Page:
32. Subfamily Chteturintr: Spine-tail Swifts 457

23. Family TiiociiiUDiE: Humming-birds 458

33. Subfamily Trochiliiup: Humming-birds 458

4. Suborder CUCULIFOUMES: Cuculiform Birds 407

24. Family TnoGONiD.E: Trogons 408

34. Subfamily Trogonime : Trogons 408

[ . Family Momotid^ : Sawbills] 408

25. Family Alcedinid^e : Kingfishers 408

35. Subfamily Aleedinulte: Piscivorous Kingfishers 40!)

2Q. Family Cuculid.e : Cuckoos 470

36. Subfamily Crotophaginte : Anis 471

37. Subfamily Saurotheriti/e : Ground Cuekoos 473

38. Subfamily Coecyf/ina : American Cuckoos 474

6. Suborder PICIFORMES : Piciform Birds 470

27. Family PiciDiE : Woodpeckers 477




III. Order PSITTACI : Parrots 494

38. Family I'siTTACiD.t: : Parrots 495

39. Sublamily Ariiue: Parrots 495

IV. Order RAFIORES : Birds of Prey 495

0. Suborder STIUGES : Nocturnal Birds of Prey 498

29. Family Alucoxid.e : Barn Owls 500

SO. Family STiiiGin.K: Other Owls 502

40. Subfamily ^Z/vy/W/ 502

41. Subl'auiily Buljoniii(e: 503

T. Suborder ACCIPITUES : Diurnal Birds of Prey 517

31. Family Falcoxid.k : Vultures, Falcons, Hawks, Eagles, etc 519

42. Subfamily Circiiur: lliirriers 521

43. Subfamily Milciiirp: Kites 522

44. Subtamily Arcipifi-iiire : Hawks 520

45. Subfamily Fuh-onimc : Falcons 531

40. Subfamily Poliiborhio! : Caracaras 539

47. Subfamily jy/z/cowwrt- .• Buzzards and Eagles 54I

.?~'. Family P.^xDioNiD.E; Fish Hawks, or Osprcys 556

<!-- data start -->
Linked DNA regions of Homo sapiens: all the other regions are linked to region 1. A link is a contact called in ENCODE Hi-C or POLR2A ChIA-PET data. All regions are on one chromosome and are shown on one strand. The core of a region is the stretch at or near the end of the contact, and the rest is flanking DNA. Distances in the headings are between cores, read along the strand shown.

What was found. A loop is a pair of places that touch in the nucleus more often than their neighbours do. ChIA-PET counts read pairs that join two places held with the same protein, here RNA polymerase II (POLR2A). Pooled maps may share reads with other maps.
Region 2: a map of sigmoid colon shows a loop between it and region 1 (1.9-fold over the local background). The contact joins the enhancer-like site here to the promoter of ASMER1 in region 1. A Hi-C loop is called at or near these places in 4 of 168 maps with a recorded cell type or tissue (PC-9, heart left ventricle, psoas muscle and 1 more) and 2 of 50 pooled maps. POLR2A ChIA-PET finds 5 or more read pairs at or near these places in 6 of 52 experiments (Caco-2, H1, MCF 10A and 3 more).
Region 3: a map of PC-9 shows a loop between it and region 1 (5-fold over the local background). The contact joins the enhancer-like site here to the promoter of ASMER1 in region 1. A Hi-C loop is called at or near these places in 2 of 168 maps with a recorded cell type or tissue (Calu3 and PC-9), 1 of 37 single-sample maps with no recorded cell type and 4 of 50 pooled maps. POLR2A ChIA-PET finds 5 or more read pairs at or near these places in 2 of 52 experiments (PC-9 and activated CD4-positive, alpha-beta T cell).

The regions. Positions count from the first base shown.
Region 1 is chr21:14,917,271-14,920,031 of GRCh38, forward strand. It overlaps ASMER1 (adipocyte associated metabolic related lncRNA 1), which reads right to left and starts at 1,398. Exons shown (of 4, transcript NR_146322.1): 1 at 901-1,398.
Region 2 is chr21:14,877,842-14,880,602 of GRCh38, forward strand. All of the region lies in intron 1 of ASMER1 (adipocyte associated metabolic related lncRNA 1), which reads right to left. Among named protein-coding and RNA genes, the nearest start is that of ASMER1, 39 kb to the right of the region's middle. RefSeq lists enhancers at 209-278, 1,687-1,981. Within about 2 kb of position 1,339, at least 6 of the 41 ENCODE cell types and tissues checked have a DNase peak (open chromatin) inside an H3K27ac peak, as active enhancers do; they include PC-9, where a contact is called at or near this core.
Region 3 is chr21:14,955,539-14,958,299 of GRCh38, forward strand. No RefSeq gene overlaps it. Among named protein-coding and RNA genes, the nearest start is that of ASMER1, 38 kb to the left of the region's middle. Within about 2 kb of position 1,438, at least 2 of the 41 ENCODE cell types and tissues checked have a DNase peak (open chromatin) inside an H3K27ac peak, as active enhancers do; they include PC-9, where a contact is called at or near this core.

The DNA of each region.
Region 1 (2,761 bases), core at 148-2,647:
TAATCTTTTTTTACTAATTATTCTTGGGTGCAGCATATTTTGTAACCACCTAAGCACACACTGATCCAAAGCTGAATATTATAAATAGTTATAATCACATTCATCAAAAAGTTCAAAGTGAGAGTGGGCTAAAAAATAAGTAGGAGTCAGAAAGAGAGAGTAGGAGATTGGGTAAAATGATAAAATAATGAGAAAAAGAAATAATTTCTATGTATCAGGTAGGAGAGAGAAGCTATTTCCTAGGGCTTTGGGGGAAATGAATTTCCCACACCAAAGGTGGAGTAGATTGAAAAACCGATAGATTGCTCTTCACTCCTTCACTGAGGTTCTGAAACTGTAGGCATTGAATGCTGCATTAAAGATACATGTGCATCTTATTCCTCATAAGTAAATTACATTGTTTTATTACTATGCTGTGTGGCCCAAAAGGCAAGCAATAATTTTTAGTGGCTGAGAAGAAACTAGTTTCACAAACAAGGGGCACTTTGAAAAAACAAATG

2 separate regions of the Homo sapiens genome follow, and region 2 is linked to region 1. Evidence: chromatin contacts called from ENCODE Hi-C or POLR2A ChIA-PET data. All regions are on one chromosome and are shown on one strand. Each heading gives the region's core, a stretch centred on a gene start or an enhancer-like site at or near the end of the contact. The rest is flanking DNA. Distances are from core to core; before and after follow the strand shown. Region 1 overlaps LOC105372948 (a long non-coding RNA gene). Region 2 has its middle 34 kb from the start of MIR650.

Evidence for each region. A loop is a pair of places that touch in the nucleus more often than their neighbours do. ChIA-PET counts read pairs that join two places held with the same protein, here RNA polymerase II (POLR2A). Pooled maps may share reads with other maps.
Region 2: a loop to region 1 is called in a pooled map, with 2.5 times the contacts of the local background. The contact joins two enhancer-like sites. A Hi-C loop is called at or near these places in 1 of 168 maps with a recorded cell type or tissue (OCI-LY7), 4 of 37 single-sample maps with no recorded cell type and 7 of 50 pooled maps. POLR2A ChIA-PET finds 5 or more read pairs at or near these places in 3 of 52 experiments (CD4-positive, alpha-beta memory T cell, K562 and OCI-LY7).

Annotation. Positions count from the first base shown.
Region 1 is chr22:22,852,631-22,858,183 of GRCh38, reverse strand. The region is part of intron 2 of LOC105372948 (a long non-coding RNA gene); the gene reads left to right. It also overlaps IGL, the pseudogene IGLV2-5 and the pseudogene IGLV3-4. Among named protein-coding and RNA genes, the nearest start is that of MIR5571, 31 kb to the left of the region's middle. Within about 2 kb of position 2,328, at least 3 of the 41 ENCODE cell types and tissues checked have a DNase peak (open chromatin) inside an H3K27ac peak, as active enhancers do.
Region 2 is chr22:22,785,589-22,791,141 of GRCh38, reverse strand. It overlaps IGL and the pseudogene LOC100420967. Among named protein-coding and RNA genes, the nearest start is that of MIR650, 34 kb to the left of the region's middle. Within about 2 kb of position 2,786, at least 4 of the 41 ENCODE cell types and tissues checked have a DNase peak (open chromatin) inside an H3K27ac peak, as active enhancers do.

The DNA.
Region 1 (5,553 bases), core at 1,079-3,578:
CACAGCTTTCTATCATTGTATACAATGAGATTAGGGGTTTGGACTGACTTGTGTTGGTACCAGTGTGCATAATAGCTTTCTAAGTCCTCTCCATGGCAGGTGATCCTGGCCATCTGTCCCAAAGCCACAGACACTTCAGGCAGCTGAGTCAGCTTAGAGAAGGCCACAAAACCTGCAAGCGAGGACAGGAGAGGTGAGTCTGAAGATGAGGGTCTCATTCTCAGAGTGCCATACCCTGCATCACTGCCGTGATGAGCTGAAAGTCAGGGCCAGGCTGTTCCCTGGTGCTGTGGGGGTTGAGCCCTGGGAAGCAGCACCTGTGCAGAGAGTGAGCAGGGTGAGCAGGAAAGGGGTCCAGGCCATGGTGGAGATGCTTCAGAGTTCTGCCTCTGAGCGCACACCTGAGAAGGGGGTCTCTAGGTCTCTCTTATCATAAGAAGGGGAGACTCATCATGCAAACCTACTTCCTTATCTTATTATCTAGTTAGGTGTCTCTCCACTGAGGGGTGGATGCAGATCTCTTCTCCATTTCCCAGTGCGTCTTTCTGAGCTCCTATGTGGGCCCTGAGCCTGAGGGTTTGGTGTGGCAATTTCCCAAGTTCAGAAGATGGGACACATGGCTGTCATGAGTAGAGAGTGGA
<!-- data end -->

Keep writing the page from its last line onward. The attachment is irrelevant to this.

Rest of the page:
8. Suborder CATII A RTIDES: Amerieaii Vultures 557

S3. Family Catiiaetid.u : American Vultures 557

V. Order COLUMByE : Columbine Birds 501

0. Suborder PER1STEH.E: True Columbine Birds 502

34. Family Columiud.e : Pigeons 562

48. Subfamily Coliimhiii/r Typical Pigeons 304

49. Subfamily /rtW(/(W.- Ground Doves 560

50. Subfamily ^/ff/v/ffwof/zW; Quail Doves 571

VI. Order GALLIXJE : Gallinaceous Birds ; Fowls 571

10. Suborder PEUISTEU.E: Pigeon-toed Fowls ! { 572

35. Family CuAciD.ii: Curassows 572

51. Subfamily Pciidopuice: Guans 573

11. Suborder ALECTOUo'l'ODES: True, fowls ....'.'. 573

36. Family Mkleagkidid.e : Turkeys 576

37. Family Tktu.voxid.e: Grouse; Partridge; Quail 570

52. Subfamily Ti-li-aoaiiuc: Grouse 577

53. Subfamily tt/wz/o/j/zonVrt-.- American Partridges and Quails . . . 5S8 [— . Subfamily Pealiciiice .- Old World Partridges and Quaiis .... 594

VII. Order LIMICOLyE : Shore-birds ; sgg

3S. Family CiiAUADiuiD.K: Plover 597

54. Subfamily Ckiradribifr: True Plover 597

55. Subfamily Jp/irkii/rr: Surf-birds 605

39. Family H,«MAToroDiD.K: Oystcr.catchers; Turnstones 000

50. Subfamily IJfrmfi/opof/iiKP .- Oyster-catchers 600